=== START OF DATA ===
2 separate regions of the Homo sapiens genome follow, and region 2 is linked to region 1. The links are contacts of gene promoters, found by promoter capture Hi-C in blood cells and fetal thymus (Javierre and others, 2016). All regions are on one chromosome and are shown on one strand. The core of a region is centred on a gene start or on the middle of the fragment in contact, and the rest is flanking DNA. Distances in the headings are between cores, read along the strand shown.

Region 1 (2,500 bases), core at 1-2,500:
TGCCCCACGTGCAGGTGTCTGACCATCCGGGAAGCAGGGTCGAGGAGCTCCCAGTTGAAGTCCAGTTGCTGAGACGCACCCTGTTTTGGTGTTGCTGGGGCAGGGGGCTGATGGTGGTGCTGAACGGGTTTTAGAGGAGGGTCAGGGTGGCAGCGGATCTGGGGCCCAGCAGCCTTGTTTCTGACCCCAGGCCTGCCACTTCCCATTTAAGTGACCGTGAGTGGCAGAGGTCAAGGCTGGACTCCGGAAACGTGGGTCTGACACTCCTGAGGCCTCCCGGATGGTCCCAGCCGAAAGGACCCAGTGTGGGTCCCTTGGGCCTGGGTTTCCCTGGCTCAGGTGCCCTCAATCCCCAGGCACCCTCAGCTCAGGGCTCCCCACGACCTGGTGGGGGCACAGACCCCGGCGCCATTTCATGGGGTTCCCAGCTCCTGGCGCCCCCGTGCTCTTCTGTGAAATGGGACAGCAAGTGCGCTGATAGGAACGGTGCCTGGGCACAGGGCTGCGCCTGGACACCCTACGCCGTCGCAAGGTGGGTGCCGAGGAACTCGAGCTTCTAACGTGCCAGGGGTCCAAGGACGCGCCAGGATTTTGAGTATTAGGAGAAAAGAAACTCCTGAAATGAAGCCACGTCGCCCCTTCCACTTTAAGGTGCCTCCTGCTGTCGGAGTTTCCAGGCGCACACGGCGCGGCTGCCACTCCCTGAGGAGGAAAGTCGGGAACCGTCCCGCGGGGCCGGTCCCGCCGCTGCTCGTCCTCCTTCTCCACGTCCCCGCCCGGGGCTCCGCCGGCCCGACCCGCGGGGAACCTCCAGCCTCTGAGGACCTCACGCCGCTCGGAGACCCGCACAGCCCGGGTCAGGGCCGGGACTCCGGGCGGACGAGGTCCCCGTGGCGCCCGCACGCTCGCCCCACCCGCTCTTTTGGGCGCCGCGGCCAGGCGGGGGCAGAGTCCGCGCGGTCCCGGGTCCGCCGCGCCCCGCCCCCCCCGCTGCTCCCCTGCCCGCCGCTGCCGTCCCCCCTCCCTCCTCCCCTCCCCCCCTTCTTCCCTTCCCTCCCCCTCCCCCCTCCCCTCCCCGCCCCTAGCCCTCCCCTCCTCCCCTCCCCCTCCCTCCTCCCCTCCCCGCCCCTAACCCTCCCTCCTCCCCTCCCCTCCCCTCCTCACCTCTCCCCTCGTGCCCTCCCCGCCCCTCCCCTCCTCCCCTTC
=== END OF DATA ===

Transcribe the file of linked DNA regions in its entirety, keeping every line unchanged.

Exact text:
2 separate regions of the Homo sapiens genome follow, and region 2 is linked to region 1. The links are contacts of gene promoters, found by promoter capture Hi-C in blood cells and fetal thymus (Javierre and others, 2016). All regions are on one chromosome and are shown on one strand. The core of a region is centred on a gene start or on the middle of the fragment in contact, and the rest is flanking DNA. Distances in the headings are between cores, read along the strand shown.

Region 1 (2,500 bases), core at 1-2,500:
TGCCCCACGTGCAGGTGTCTGACCATCCGGGAAGCAGGGTCGAGGAGCTCCCAGTTGAAGTCCAGTTGCTGAGACGCACCCTGTTTTGGTGTTGCTGGGGCAGGGGGCTGATGGTGGTGCTGAACGGGTTTTAGAGGAGGGTCAGGGTGGCAGCGGATCTGGGGCCCAGCAGCCTTGTTTCTGACCCCAGGCCTGCCACTTCCCATTTAAGTGACCGTGAGTGGCAGAGGTCAAGGCTGGACTCCGGAAACGTGGGTCTGACACTCCTGAGGCCTCCCGGATGGTCCCAGCCGAAAGGACCCAGTGTGGGTCCCTTGGGCCTGGGTTTCCCTGGCTCAGGTGCCCTCAATCCCCAGGCACCCTCAGCTCAGGGCTCCCCACGACCTGGTGGGGGCACAGACCCCGGCGCCATTTCATGGGGTTCCCAGCTCCTGGCGCCCCCGTGCTCTTCTGTGAAATGGGACAGCAAGTGCGCTGATAGGAACGGTGCCTGGGCACAGGGCTGCGCCTGGACACCCTACGCCGTCGCAAGGTGGGTGCCGAGGAACTCGAGCTTCTAACGTGCCAGGGGTCCAAGGACGCGCCAGGATTTTGAGTATTAGGAGAAAAGAAACTCCTGAAATGAAGCCACGTCGCCCCTTCCACTTTAAGGTGCCTCCTGCTGTCGGAGTTTCCAGGCGCACACGGCGCGGCTGCCACTCCCTGAGGAGGAAAGTCGGGAACCGTCCCGCGGGGCCGGTCCCGCCGCTGCTCGTCCTCCTTCTCCACGTCCCCGCCCGGGGCTCCGCCGGCCCGACCCGCGGGGAACCTCCAGCCTCTGAGGACCTCACGCCGCTCGGAGACCCGCACAGCCCGGGTCAGGGCCGGGACTCCGGGCGGACGAGGTCCCCGTGGCGCCCGCACGCTCGCCCCACCCGCTCTTTTGGGCGCCGCGGCCAGGCGGGGGCAGAGTCCGCGCGGTCCCGGGTCCGCCGCGCCCCGCCCCCCCCGCTGCTCCCCTGCCCGCCGCTGCCGTCCCCCCTCCCTCCTCCCCTCCCCCCCTTCTTCCCTTCCCTCCCCCTCCCCCCTCCCCTCCCCGCCCCTAGCCCTCCCCTCCTCCCCTCCCCCTCCCTCCTCCCCTCCCCGCCCCTAACCCTCCCTCCTCCCCTCCCCTCCCCTCCTCACCTCTCCCCTCGTGCCCTCCCCGCCCCTCCCCTCCTCCCCTTC